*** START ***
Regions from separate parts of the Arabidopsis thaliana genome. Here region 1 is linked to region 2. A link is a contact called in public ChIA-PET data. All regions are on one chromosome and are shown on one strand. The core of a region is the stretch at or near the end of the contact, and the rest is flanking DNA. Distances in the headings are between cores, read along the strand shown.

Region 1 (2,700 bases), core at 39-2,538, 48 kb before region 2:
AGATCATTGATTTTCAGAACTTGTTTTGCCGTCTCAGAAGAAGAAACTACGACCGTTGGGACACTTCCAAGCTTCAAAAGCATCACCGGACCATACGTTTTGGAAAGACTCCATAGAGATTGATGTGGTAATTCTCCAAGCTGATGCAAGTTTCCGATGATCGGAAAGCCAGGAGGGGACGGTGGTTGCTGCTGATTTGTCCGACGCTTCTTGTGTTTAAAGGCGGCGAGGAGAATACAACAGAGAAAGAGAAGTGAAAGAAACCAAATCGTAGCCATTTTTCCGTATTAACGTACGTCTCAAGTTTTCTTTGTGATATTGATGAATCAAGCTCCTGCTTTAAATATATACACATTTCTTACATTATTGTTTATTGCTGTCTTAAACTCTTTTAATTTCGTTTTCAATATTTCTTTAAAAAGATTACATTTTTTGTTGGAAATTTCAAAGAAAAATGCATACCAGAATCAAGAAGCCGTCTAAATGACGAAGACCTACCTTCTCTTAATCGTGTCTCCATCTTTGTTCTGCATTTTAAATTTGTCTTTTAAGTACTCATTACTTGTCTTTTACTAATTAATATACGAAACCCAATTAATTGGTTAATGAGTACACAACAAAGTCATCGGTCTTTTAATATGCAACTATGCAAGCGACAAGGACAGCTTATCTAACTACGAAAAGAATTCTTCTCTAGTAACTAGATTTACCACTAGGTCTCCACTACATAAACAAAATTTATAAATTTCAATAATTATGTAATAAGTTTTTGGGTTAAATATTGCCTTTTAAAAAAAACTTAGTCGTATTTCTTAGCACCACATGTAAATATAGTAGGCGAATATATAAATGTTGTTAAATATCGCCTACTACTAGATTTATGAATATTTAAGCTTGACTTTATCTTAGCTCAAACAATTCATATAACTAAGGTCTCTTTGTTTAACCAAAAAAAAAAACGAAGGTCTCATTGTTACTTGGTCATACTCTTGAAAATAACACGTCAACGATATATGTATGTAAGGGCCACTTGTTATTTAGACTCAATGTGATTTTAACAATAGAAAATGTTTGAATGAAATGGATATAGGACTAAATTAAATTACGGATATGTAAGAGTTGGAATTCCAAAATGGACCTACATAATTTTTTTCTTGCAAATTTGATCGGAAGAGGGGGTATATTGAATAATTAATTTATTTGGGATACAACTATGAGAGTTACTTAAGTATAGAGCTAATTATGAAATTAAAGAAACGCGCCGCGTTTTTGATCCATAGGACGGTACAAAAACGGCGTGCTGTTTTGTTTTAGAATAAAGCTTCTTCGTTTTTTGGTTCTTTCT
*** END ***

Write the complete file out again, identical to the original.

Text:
Regions from separate parts of the Arabidopsis thaliana genome. Here region 1 is linked to region 2. A link is a contact called in public ChIA-PET data. All regions are on one chromosome and are shown on one strand. The core of a region is the stretch at or near the end of the contact, and the rest is flanking DNA. Distances in the headings are between cores, read along the strand shown.

Region 1 (2,700 bases), core at 39-2,538, 48 kb before region 2:
AGATCATTGATTTTCAGAACTTGTTTTGCCGTCTCAGAAGAAGAAACTACGACCGTTGGGACACTTCCAAGCTTCAAAAGCATCACCGGACCATACGTTTTGGAAAGACTCCATAGAGATTGATGTGGTAATTCTCCAAGCTGATGCAAGTTTCCGATGATCGGAAAGCCAGGAGGGGACGGTGGTTGCTGCTGATTTGTCCGACGCTTCTTGTGTTTAAAGGCGGCGAGGAGAATACAACAGAGAAAGAGAAGTGAAAGAAACCAAATCGTAGCCATTTTTCCGTATTAACGTACGTCTCAAGTTTTCTTTGTGATATTGATGAATCAAGCTCCTGCTTTAAATATATACACATTTCTTACATTATTGTTTATTGCTGTCTTAAACTCTTTTAATTTCGTTTTCAATATTTCTTTAAAAAGATTACATTTTTTGTTGGAAATTTCAAAGAAAAATGCATACCAGAATCAAGAAGCCGTCTAAATGACGAAGACCTACCTTCTCTTAATCGTGTCTCCATCTTTGTTCTGCATTTTAAATTTGTCTTTTAAGTACTCATTACTTGTCTTTTACTAATTAATATACGAAACCCAATTAATTGGTTAATGAGTACACAACAAAGTCATCGGTCTTTTAATATGCAACTATGCAAGCGACAAGGACAGCTTATCTAACTACGAAAAGAATTCTTCTCTAGTAACTAGATTTACCACTAGGTCTCCACTACATAAACAAAATTTATAAATTTCAATAATTATGTAATAAGTTTTTGGGTTAAATATTGCCTTTTAAAAAAAACTTAGTCGTATTTCTTAGCACCACATGTAAATATAGTAGGCGAATATATAAATGTTGTTAAATATCGCCTACTACTAGATTTATGAATATTTAAGCTTGACTTTATCTTAGCTCAAACAATTCATATAACTAAGGTCTCTTTGTTTAACCAAAAAAAAAAACGAAGGTCTCATTGTTACTTGGTCATACTCTTGAAAATAACACGTCAACGATATATGTATGTAAGGGCCACTTGTTATTTAGACTCAATGTGATTTTAACAATAGAAAATGTTTGAATGAAATGGATATAGGACTAAATTAAATTACGGATATGTAAGAGTTGGAATTCCAAAATGGACCTACATAATTTTTTTCTTGCAAATTTGATCGGAAGAGGGGGTATATTGAATAATTAATTTATTTGGGATACAACTATGAGAGTTACTTAAGTATAGAGCTAATTATGAAATTAAAGAAACGCGCCGCGTTTTTGATCCATAGGACGGTACAAAAACGGCGTGCTGTTTTGTTTTAGAATAAAGCTTCTTCGTTTTTTGGTTCTTTCT